Presidential covert action findings never expire unless a president issues a new written order suspending or revoking them, current and former U.S. national security officials told Reuters. So Bush's nine-and-a-half-year-old order remained a key legal authority under which Obama launched the commando raid that led to bin Laden's death.
It was perhaps inevitable, then, that partisans of both men and their political parties would claim the lion's share of credit for bin Laden's demise.
Bush's order was both sweeping and general in the powers it granted to the CIA to launch operations against al Qaeda.
As Armitage and others recalled, 9/11 rapidly accelerated a program that had progressed only fitfully in the Clinton administration thanks to CIA-Pentagon turf battles: a scheme to arm increasingly sophisticated remote-controlled drone aircraft with missiles that could launch precision strikes.
In Bush's last months in office, and even more under Obama, the drone strikes expanded dramatically, rattling relations with Pakistan. But when it came time to attack the Abbottabad compound, Obama rejected an option for using drones, fearing civilian casualties and that proof of bin Laden's demise would never be found in the wreckage. (For similar reasons, the president also rejected an option which would have sent B-2 "Stealth" bombers to destroy bin Laden's lair.)
In the months after 9/11, the CIA forged ahead with three other major initiatives to eradicate bin Laden and company:
* A program in which militants captured by U.S. or allied forces were detained and interrogated either in special U.S. military facilities or in a network of secret CIA prisons, where some were subjected to harsh physical interrogation tactics dreamed up by agency contractors.
* Another program where captured militants were subjected to what the agency called "extraordinary rendition" and delivered without judicial proceedings into the custody of often-brutal security agencies in their native countries.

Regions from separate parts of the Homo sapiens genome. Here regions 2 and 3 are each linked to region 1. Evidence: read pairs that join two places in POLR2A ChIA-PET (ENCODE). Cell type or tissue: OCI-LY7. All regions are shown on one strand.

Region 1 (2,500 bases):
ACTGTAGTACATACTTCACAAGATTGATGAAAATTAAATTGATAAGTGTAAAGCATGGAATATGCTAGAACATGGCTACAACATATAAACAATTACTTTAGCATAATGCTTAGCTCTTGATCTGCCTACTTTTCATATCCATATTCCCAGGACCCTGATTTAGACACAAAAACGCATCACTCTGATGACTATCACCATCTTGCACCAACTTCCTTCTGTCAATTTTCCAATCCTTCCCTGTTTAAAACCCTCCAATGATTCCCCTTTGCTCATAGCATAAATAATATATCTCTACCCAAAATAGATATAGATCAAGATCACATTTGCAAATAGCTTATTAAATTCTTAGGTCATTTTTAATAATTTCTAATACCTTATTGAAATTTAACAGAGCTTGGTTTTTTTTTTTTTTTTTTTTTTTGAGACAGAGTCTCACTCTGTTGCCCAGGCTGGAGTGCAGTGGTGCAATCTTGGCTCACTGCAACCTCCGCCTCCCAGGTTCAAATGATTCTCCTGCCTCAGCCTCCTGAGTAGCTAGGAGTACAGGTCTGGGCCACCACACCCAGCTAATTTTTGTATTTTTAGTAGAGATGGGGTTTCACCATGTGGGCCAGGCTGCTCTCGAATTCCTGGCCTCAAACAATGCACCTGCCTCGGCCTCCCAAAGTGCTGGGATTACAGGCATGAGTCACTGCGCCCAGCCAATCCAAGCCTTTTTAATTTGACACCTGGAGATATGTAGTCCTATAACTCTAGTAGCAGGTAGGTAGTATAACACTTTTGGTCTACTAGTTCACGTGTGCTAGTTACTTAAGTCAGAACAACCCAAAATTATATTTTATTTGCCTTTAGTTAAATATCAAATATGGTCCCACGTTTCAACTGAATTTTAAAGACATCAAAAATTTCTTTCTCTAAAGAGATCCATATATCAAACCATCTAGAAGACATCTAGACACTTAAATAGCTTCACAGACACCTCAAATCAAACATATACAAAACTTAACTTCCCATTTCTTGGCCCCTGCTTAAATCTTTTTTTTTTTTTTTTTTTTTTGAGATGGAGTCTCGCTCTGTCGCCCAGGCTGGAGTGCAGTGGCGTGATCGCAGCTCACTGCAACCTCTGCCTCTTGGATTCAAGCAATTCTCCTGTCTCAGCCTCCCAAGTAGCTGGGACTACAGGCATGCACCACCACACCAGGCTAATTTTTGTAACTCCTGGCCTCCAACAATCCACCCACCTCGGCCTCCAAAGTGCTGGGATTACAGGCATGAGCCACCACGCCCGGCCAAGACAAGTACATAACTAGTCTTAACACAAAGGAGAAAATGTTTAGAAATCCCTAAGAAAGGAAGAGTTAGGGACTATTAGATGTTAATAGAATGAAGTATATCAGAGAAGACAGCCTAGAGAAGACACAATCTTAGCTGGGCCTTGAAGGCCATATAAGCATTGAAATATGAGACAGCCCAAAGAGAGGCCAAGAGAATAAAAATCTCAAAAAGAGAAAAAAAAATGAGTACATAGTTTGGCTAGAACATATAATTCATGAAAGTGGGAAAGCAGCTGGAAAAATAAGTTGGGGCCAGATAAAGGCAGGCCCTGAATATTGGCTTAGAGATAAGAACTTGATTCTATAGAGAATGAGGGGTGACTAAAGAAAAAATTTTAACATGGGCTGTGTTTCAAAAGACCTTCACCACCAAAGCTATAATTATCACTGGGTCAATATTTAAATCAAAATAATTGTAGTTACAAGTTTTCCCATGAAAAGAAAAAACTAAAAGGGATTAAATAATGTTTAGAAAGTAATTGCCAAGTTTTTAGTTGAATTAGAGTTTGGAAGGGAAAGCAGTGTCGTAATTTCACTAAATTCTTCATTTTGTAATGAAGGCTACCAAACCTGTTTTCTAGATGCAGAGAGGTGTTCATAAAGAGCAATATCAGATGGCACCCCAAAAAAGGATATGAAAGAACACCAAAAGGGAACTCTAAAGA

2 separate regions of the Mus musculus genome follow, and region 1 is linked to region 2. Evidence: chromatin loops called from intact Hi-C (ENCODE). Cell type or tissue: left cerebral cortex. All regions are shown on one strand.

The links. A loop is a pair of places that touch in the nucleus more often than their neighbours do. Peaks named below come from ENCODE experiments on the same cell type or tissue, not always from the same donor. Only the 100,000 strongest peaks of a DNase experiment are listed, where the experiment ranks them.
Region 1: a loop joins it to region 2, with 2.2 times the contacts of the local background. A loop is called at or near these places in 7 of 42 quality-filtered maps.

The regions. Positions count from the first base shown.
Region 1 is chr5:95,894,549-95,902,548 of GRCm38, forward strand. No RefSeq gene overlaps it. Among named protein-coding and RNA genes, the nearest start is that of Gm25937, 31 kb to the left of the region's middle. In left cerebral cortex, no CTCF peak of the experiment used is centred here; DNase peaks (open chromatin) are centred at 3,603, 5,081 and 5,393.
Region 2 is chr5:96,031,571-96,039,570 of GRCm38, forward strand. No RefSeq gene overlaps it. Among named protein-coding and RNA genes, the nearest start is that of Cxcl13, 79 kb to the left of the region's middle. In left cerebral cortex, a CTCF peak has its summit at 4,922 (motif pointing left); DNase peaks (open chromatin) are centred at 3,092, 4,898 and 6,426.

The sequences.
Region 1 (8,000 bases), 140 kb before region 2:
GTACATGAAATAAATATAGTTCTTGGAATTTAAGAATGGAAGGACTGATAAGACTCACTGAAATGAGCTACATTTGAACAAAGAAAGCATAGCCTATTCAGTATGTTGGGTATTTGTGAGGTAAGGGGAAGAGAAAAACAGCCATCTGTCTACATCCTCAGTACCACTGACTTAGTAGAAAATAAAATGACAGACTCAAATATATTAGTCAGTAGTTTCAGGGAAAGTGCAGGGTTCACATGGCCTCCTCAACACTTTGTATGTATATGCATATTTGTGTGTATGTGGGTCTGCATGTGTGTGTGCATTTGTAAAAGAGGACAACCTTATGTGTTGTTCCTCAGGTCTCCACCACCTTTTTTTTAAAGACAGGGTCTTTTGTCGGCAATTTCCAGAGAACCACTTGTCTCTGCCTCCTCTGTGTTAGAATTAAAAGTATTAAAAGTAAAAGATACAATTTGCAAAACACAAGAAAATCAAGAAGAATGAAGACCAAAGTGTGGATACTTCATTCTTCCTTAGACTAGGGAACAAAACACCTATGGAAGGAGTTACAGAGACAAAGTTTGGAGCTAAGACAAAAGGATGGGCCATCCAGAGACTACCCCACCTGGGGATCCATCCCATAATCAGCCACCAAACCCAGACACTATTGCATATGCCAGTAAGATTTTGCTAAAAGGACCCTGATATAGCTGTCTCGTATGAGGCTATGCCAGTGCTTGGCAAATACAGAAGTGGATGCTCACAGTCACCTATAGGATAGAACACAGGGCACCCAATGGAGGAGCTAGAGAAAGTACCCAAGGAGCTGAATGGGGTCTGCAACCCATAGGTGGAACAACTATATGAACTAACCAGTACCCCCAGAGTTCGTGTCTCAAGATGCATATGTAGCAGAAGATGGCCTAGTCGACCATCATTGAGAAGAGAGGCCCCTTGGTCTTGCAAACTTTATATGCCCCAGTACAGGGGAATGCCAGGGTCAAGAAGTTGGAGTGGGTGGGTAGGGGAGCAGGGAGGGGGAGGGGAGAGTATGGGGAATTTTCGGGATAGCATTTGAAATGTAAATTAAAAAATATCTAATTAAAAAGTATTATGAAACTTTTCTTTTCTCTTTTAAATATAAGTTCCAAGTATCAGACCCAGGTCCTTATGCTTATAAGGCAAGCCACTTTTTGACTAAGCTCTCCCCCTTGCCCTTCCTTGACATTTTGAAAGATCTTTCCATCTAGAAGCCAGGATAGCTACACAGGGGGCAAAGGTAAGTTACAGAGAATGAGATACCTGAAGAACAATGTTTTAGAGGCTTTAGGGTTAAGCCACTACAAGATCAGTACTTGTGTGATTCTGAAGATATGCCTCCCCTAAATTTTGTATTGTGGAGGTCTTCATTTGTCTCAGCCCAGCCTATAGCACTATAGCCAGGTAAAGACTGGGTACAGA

* A troubled effort to create a secret U.S. capability that would be similar to the "hit squads" deployed by Israel's Mossad and other spy agencies.
To guide the CIA's new activities, the Bush administration began drawing up a list of "high value targets," who were the top priority for intelligence gathering and who could be captured or killed depending upon the circumstances in which they were found.
There had been nothing quite like it before in U.S. history. Initially, according to former officials familiar with the process, the lists were compiled and approved by an interagency committee of lawyers and bureaucrats based on recommendations from the CIA and other intelligence agencies.
The U.S. spy agencies would propose a name for the high-value target list and prepare a dossier explaining who the suspect was and why he ought to be on the list, they said. This dossier would then be circulated to the interagency committee, whose members, including lawyers from the Justice Department, Pentagon and CIA, would review it. If the lawyers deemed the dossier adequate, the committee would then approve the individual's name for inclusion on the "high-value target" list -- subject to capture or death by American spies or soldiers.
The Obama White House approved adding American-born Anwar al-Awlaki, based in Yemen, to the target list in 2010 because officials believed the English-speaking Muslim cleric had gone beyond inspirational rhetoric and become involved in terrorism operations.
At any one time, the list would contain between 10 and 30 names, the most obvious ones being bin Laden and his Egyptian deputy, Ayman al-Zawahiri, the former officials said. At one point, Bush's advisers prepared for him a rogues' gallery of about 20 top suspects on the list, which was laminated in plastic. Bush kept it in his Oval Office desk. When militants on the chart were captured or killed, Bush would take it out of his desk and mark them off.
But bin Laden's name stayed on the list while the young orphans of 9/11 grew into teenagers.